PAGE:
Infertility is defined by the World Health Organization as “the failure to achieve a clinical pregnancy after 12 months or more of regular unprotected sexual intercourse” . It is a public health problem affecting 9% of reproductive-aged couples throughout the world . A growing body of research suggests that both infertility and its treatment represent a negative psychological burden to affected couples and this can has a considerable impact on their quality of life (QoL), life satisfaction and well-being [3, 4]. One of the most often-cited repercussions of infertility is depressive disorder, and increasing evidence indicates that this disorder is associated with poor QoL in people with infertility [5,6,7].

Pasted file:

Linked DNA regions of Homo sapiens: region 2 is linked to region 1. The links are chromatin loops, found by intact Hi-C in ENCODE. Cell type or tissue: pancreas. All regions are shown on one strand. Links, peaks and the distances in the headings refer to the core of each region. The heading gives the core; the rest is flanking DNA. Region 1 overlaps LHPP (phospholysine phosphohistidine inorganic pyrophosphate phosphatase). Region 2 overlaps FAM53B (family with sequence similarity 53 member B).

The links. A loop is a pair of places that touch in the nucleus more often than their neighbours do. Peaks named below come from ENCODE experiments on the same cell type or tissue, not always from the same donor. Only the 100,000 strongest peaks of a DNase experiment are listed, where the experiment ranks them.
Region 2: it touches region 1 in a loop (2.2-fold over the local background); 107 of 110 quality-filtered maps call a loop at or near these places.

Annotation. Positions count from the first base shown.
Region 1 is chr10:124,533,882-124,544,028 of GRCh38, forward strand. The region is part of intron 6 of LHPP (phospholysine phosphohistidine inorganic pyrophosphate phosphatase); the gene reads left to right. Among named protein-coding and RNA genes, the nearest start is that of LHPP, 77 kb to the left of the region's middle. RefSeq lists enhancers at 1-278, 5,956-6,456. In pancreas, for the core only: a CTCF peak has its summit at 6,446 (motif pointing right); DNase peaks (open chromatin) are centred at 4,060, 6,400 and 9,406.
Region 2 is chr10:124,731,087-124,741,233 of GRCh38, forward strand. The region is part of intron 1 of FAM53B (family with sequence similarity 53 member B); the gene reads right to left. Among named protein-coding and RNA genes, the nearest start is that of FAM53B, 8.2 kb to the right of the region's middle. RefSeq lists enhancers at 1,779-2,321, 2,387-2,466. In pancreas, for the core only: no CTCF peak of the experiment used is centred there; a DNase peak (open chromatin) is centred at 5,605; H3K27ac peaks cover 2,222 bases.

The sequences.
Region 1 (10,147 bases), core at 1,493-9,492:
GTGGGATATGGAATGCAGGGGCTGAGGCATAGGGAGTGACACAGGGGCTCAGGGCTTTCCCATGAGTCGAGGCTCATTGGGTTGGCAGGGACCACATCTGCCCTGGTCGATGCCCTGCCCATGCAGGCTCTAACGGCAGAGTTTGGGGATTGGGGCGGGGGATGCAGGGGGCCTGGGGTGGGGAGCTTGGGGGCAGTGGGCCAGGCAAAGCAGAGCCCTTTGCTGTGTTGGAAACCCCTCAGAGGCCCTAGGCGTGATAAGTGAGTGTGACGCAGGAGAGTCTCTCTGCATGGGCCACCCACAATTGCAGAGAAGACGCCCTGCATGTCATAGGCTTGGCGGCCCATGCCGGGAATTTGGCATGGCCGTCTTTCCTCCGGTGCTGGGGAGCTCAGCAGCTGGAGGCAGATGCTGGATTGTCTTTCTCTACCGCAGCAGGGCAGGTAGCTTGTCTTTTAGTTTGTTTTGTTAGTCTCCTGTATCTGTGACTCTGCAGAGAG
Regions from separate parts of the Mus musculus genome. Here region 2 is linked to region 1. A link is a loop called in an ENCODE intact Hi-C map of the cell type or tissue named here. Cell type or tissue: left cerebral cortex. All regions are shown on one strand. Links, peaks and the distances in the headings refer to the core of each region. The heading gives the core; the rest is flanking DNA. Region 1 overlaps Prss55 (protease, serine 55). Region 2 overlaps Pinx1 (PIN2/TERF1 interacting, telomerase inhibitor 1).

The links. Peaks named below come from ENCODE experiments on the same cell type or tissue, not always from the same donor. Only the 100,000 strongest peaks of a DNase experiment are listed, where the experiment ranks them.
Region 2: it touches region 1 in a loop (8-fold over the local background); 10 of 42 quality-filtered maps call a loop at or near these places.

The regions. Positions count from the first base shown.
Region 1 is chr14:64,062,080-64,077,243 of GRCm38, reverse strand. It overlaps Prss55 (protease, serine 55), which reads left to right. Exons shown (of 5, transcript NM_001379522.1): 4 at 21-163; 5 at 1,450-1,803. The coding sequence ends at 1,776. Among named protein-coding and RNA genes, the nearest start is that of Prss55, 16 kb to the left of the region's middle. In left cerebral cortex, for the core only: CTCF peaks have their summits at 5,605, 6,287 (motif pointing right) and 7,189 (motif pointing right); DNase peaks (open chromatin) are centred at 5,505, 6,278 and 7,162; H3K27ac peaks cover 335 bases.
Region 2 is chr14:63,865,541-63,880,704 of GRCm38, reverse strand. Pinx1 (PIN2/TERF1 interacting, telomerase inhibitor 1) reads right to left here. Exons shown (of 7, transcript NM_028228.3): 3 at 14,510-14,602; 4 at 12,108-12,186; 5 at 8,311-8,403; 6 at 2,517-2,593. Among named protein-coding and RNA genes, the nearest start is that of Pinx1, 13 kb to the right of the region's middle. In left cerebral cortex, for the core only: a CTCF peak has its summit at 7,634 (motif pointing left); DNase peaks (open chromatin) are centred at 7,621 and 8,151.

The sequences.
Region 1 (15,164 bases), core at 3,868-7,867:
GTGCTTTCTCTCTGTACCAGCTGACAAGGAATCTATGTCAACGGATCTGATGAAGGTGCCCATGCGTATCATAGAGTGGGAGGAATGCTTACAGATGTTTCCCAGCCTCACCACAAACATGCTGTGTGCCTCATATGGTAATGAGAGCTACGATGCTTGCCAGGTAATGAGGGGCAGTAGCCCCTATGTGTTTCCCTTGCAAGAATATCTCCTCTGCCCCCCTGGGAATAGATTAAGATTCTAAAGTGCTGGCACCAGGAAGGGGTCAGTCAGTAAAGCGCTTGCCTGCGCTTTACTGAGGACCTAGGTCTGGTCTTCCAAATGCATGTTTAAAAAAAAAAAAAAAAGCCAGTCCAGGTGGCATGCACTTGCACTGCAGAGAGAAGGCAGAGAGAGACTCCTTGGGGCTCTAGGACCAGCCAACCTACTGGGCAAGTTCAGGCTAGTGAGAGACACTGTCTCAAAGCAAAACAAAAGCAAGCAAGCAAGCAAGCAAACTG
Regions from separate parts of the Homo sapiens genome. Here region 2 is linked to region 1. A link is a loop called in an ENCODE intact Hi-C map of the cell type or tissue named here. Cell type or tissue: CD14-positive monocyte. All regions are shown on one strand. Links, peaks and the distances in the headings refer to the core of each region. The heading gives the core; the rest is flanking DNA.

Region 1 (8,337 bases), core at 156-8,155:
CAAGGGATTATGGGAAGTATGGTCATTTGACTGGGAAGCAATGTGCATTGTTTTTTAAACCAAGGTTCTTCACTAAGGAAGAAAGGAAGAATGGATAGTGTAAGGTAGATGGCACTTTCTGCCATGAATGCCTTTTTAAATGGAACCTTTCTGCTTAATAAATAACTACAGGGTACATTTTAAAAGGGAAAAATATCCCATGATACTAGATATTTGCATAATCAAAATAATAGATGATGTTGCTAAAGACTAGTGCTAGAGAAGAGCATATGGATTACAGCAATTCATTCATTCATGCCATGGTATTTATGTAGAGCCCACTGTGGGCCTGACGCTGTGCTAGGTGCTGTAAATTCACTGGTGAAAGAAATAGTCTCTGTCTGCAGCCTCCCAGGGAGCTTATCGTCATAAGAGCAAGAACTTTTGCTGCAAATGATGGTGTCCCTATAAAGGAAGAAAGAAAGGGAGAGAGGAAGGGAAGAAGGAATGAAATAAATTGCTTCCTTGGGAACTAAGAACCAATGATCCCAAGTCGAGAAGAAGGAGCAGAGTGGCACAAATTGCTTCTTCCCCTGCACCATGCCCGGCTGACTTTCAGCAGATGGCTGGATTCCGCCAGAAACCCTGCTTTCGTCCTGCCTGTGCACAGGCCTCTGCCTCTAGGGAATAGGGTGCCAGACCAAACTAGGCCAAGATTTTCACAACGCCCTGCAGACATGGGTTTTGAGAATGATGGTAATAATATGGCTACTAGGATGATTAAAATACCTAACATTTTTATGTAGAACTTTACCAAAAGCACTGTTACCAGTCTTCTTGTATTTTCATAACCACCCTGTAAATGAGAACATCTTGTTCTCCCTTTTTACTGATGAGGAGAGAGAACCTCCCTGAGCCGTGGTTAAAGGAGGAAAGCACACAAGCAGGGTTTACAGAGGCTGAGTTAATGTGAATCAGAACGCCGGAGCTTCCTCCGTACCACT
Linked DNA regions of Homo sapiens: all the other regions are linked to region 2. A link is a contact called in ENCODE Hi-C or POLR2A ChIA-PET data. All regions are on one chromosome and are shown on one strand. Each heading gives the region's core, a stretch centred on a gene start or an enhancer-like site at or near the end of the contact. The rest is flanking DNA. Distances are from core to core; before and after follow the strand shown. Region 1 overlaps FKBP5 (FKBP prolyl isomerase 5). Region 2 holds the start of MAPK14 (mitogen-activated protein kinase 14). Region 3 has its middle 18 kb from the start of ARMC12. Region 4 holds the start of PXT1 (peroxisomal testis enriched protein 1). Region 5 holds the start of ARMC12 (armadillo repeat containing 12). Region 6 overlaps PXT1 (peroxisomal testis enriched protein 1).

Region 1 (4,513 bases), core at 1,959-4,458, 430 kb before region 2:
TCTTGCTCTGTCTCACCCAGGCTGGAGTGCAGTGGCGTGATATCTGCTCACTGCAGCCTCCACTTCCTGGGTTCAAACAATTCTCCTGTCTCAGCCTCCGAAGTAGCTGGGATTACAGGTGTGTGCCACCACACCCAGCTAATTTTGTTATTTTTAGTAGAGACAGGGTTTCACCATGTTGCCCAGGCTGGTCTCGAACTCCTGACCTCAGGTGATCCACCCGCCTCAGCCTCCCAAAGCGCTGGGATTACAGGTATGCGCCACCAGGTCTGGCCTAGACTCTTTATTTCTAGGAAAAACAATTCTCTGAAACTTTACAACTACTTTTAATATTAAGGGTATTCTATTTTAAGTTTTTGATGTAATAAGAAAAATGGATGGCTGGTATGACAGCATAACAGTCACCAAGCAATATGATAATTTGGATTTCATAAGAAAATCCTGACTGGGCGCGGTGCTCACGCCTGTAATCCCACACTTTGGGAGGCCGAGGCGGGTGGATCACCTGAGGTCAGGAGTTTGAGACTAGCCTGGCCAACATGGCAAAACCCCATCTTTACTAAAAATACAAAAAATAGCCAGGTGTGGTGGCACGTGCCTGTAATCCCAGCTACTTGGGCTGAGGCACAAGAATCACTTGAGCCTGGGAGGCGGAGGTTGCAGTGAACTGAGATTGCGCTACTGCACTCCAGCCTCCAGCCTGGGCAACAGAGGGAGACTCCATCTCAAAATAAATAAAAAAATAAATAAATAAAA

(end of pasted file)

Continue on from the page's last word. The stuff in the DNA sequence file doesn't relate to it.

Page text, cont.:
Many of the phenomena studied by researchers in social and behavioral science are dyadic in nature (e.g., research on male-female dyads and parent-child dyads). The observations arising from such designs are not independent, but interdependent; however, in this case independence refers to independence from dyad to dyad [8, 9]. Statistically, conventional parametric statistics developed for independent observations are not appropriate for non-independent observations. Instead, the non-independence due to the dyadic nature of data must be taken into account when relationships are investigated. One situation, in which “non-independence” is relevant, is that a characteristic or behavior of one person affects his or her partner’s outcomes; therefore, a model that takes non-independence into account is needed for an accurate analysis . The Actor–Partner Independence Model (APIM), an innovative dyadic analysis approach, simultaneously estimates the effects of one’s own characteristics and one’s partner’s characteristics on an outcome variable . The APIM approach uses the dyad, and not the individual, as the sampling unit and provides separate but simultaneous estimates of actor and partner effects . The actor effect assesses the degree to which one’s outcome is influenced by one’s own characteristics, whereas the partner effect assesses the degree to which a person’s outcome is influenced by characteristics of the partner.